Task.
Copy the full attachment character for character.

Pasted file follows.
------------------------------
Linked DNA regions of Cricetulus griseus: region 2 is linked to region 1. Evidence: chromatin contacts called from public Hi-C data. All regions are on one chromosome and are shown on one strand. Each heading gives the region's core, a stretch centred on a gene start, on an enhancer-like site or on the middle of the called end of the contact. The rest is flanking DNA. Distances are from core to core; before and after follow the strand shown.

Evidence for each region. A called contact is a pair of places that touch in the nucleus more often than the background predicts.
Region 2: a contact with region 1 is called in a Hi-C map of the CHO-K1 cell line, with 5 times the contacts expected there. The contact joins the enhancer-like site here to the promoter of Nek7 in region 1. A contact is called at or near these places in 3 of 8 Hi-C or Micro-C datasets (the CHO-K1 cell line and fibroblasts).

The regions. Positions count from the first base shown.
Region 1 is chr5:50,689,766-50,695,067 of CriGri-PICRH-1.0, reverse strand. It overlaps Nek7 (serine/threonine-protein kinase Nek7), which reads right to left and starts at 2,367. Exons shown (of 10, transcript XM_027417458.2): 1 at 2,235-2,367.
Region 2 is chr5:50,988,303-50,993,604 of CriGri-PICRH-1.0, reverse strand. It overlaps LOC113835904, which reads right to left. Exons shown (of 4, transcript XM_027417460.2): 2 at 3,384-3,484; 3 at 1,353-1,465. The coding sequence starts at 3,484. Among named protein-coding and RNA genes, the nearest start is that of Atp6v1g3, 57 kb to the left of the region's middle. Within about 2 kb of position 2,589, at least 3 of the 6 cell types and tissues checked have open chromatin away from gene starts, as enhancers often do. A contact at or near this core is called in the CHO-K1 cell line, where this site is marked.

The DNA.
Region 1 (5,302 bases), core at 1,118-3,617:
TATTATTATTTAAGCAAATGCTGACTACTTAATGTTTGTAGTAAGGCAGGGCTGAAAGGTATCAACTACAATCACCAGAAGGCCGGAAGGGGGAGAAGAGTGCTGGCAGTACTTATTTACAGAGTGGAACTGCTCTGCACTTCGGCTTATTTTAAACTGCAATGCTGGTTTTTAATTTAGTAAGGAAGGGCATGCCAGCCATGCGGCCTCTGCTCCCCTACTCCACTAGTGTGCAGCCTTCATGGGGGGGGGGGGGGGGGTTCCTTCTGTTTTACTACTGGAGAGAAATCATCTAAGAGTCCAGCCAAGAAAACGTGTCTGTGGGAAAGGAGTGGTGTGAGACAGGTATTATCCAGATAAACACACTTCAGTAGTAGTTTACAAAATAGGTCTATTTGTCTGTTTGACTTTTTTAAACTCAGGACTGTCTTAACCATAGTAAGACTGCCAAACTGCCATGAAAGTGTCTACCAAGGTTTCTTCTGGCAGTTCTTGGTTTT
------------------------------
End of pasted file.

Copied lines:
Linked DNA regions of Cricetulus griseus: region 2 is linked to region 1. Evidence: chromatin contacts called from public Hi-C data. All regions are on one chromosome and are shown on one strand. Each heading gives the region's core, a stretch centred on a gene start, on an enhancer-like site or on the middle of the called end of the contact. The rest is flanking DNA. Distances are from core to core; before and after follow the strand shown.

Evidence for each region. A called contact is a pair of places that touch in the nucleus more often than the background predicts.
Region 2: a contact with region 1 is called in a Hi-C map of the CHO-K1 cell line, with 5 times the contacts expected there. The contact joins the enhancer-like site here to the promoter of Nek7 in region 1. A contact is called at or near these places in 3 of 8 Hi-C or Micro-C datasets (the CHO-K1 cell line and fibroblasts).

The regions. Positions count from the first base shown.
Region 1 is chr5:50,689,766-50,695,067 of CriGri-PICRH-1.0, reverse strand. It overlaps Nek7 (serine/threonine-protein kinase Nek7), which reads right to left and starts at 2,367. Exons shown (of 10, transcript XM_027417458.2): 1 at 2,235-2,367.
Region 2 is chr5:50,988,303-50,993,604 of CriGri-PICRH-1.0, reverse strand. It overlaps LOC113835904, which reads right to left. Exons shown (of 4, transcript XM_027417460.2): 2 at 3,384-3,484; 3 at 1,353-1,465. The coding sequence starts at 3,484. Among named protein-coding and RNA genes, the nearest start is that of Atp6v1g3, 57 kb to the left of the region's middle. Within about 2 kb of position 2,589, at least 3 of the 6 cell types and tissues checked have open chromatin away from gene starts, as enhancers often do. A contact at or near this core is called in the CHO-K1 cell line, where this site is marked.

The DNA.
Region 1 (5,302 bases), core at 1,118-3,617:
TATTATTATTTAAGCAAATGCTGACTACTTAATGTTTGTAGTAAGGCAGGGCTGAAAGGTATCAACTACAATCACCAGAAGGCCGGAAGGGGGAGAAGAGTGCTGGCAGTACTTATTTACAGAGTGGAACTGCTCTGCACTTCGGCTTATTTTAAACTGCAATGCTGGTTTTTAATTTAGTAAGGAAGGGCATGCCAGCCATGCGGCCTCTGCTCCCCTACTCCACTAGTGTGCAGCCTTCATGGGGGGGGGGGGGGGGGTTCCTTCTGTTTTACTACTGGAGAGAAATCATCTAAGAGTCCAGCCAAGAAAACGTGTCTGTGGGAAAGGAGTGGTGTGAGACAGGTATTATCCAGATAAACACACTTCAGTAGTAGTTTACAAAATAGGTCTATTTGTCTGTTTGACTTTTTTAAACTCAGGACTGTCTTAACCATAGTAAGACTGCCAAACTGCCATGAAAGTGTCTACCAAGGTTTCTTCTGGCAGTTCTTGGTTTT